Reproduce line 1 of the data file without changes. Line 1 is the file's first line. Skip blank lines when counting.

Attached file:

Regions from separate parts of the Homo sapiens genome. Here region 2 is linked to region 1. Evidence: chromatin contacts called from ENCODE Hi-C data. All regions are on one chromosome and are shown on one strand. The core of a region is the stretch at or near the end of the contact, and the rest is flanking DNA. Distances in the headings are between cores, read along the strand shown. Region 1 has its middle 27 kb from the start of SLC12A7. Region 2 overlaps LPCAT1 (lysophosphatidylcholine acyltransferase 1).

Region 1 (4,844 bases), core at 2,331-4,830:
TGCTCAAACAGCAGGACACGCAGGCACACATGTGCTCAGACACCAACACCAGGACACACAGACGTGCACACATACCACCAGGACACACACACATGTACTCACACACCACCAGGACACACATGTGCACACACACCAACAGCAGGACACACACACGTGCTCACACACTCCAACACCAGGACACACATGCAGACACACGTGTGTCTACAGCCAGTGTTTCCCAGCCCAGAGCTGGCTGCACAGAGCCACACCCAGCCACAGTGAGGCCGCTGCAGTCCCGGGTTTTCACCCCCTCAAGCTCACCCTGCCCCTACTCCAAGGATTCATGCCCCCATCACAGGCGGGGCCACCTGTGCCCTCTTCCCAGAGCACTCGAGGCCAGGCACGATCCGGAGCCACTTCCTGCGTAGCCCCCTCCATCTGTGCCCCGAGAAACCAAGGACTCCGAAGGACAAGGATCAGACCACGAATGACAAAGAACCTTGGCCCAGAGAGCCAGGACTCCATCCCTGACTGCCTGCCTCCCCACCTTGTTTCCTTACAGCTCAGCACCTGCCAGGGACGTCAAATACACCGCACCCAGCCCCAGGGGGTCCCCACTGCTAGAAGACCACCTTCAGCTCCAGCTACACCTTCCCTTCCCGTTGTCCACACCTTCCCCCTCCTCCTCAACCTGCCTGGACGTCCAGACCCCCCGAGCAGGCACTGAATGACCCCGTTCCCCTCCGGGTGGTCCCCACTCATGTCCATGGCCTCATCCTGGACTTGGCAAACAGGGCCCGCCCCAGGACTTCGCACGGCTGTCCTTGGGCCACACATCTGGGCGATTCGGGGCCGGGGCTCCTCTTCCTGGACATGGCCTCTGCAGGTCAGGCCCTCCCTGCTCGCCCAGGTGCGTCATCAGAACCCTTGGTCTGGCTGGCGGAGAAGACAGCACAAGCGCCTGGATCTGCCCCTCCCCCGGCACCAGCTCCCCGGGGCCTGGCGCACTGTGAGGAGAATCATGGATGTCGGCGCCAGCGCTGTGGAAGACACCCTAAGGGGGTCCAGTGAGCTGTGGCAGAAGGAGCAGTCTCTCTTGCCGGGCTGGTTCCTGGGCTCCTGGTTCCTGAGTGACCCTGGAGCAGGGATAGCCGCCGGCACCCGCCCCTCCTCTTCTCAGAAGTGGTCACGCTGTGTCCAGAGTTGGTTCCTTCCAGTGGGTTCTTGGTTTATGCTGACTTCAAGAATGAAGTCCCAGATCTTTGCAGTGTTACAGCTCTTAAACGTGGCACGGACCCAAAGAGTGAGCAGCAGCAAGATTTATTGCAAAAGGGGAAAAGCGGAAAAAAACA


Regions from separate parts of the Homo sapiens genome. Here region 2 is linked to region 1. Evidence: chromatin contacts called from ENCODE Hi-C data. All regions are on one chromosome and are shown on one strand. The core of a region is the stretch at or near the end of the contact, and the rest is flanking DNA. Distances in the headings are between cores, read along the strand shown. Region 1 has its middle 27 kb from the start of SLC12A7. Region 2 overlaps LPCAT1 (lysophosphatidylcholine acyltransferase 1).